Indoor-air microbiome in an urban subway network : Diversity and dynamics

Research output: Journal Publications and Reviews (RGC: 21, 22, 62)21_Publication in refereed journal

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Original languageEnglish
Pages (from-to)6760-6770
Journal / PublicationApplied and Environmental Microbiology
Volume80
Issue number21
Online published6 Oct 2014
Publication statusPublished - Nov 2014

Abstract

Subway systems are indispensable for urban societies, but microbiological characteristics of subway aerosols are relatively unknown. Previous studies investigating microbial compositions in subways employed methodologies that underestimated the diversity of microbial exposure for commuters, with little focus on factors governing subway air microbiology, which may have public health implications. Here, a culture-independent approach unraveling the bacterial diversity within the urban subway network in Hong Kong is presented. Aerosol samples from multiple subway lines and outdoor locations were collected. Targeting the 16S rRNA gene V4 region, extensive taxonomic diversity was found, with the most common bacterial genera in the subway environment among those associated with skin. Overall, subway lines harbored different phylogenetic communities based on α- and β-diversity comparisons, and closer inspection suggests that each community within a line is dependent on architectural characteristics, nearby outdoor microbiomes, and connectedness with other lines. Microbial diversities and assemblages also varied depending on the day sampled, as well as the time of day, and changes in microbial communities between peak and nonpeak commuting hours were attributed largely to increases in skin-associated genera in peak samples. Microbial diversities within the subway were influenced by temperature and relative humidity, while carbon dioxide levels showed a positive correlation with abundances of commuter-associated genera. This Hong Kong data set and communities from previous studies conducted in the United States formed distinct community clusters, indicating that additional work is required to unravel the mechanisms that shape subway microbiomes around the globe.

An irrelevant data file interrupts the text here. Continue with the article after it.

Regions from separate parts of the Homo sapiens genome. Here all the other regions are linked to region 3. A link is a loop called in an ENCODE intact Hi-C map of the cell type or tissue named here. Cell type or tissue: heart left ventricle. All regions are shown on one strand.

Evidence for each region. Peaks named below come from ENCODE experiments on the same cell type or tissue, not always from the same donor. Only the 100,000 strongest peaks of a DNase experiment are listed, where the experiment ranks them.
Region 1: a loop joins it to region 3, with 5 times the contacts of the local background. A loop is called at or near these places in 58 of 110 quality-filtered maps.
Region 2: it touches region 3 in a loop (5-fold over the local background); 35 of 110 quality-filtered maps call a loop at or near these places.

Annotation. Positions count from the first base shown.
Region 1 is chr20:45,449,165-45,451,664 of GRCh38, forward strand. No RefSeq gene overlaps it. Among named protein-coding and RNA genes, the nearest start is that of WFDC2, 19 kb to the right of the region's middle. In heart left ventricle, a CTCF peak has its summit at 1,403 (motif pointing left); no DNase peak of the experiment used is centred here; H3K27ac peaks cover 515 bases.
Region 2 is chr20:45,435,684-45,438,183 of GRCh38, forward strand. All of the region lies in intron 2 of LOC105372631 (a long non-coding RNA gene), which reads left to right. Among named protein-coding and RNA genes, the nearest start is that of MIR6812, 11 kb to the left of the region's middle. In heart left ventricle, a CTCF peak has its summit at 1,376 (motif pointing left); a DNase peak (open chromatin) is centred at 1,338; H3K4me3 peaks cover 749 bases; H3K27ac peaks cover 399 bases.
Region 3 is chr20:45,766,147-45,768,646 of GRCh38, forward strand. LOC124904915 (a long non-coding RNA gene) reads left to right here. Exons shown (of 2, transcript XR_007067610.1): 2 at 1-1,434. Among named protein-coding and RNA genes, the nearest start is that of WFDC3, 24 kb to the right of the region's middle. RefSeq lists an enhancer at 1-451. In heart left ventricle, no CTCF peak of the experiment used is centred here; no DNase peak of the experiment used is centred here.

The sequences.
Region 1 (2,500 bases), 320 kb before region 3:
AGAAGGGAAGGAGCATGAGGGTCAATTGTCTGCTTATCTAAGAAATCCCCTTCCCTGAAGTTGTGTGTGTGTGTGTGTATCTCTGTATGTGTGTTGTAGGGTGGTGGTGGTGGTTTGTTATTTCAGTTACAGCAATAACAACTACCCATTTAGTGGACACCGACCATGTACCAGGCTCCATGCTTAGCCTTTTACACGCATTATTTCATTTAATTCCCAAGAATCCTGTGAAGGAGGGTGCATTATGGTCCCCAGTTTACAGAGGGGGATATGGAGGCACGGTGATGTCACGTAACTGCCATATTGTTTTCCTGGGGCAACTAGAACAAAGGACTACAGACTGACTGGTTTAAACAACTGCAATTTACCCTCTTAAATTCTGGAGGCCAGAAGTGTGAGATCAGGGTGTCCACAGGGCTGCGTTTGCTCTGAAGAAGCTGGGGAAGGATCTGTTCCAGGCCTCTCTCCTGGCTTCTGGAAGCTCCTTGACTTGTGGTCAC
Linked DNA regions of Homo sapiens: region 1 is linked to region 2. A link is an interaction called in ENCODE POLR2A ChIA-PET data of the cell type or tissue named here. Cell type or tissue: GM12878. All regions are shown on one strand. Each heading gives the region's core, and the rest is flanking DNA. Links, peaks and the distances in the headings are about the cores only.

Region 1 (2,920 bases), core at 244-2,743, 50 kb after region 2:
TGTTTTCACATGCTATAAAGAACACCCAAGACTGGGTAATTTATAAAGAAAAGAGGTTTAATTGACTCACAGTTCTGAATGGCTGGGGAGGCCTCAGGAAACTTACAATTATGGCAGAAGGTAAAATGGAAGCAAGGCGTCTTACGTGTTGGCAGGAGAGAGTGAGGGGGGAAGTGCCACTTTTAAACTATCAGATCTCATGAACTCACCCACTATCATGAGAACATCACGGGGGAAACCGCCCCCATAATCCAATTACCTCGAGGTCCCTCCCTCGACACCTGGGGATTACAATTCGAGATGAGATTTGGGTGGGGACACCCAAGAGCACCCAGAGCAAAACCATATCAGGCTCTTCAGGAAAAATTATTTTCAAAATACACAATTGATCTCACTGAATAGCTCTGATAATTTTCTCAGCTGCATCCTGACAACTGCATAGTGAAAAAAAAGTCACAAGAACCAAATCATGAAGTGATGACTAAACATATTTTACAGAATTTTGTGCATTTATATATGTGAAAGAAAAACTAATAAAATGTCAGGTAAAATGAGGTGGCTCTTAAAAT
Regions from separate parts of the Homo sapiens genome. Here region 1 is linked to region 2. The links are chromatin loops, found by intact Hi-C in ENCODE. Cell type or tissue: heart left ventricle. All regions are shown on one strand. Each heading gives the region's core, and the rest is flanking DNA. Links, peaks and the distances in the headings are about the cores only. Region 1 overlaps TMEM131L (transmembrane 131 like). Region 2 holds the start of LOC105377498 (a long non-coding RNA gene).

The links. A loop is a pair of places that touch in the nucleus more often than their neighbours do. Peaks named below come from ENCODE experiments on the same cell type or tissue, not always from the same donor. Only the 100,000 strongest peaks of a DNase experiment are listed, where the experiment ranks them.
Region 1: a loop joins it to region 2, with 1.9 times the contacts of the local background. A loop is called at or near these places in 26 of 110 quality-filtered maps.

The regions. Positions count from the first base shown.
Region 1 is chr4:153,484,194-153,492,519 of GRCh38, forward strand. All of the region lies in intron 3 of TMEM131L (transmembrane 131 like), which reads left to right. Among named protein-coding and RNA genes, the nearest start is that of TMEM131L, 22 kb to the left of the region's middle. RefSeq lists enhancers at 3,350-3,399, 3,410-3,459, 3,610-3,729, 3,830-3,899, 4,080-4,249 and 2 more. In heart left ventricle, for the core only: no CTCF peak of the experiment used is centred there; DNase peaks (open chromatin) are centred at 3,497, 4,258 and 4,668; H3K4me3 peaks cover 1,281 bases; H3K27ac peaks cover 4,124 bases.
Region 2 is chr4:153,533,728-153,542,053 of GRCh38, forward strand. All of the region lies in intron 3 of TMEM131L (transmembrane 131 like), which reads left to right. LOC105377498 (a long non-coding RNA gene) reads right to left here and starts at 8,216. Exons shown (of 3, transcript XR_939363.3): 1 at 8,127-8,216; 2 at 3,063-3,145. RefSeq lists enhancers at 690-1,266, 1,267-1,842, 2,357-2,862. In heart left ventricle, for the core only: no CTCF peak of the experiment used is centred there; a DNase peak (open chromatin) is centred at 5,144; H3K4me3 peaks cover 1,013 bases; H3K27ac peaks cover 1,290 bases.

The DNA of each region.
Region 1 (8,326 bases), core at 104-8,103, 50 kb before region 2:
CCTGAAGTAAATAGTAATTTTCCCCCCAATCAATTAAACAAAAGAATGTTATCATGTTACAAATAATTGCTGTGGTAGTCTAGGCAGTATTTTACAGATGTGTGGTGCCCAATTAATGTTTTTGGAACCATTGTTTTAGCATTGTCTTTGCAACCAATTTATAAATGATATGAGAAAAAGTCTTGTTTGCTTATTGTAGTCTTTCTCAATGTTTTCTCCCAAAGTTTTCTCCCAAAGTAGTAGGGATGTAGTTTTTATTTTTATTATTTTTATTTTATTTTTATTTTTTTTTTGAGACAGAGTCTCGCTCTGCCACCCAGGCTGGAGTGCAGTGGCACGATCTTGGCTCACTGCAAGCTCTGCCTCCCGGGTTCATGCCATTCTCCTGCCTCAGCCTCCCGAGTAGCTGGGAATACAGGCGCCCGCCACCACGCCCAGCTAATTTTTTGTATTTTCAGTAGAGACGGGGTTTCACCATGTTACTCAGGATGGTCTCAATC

Citation Format(s)

Indoor-air microbiome in an urban subway network : Diversity and dynamics. / Leung, Marcus H.Y.; Wilkins, David; Li, Ellen K.T.; Kong, Fred K.F.; Lee, Patrick K.H.

In: Applied and Environmental Microbiology, Vol. 80, No. 21, 11.2014, p. 6760-6770.

Research output: Journal Publications and Reviews (RGC: 21, 22, 62)21_Publication in refereed journal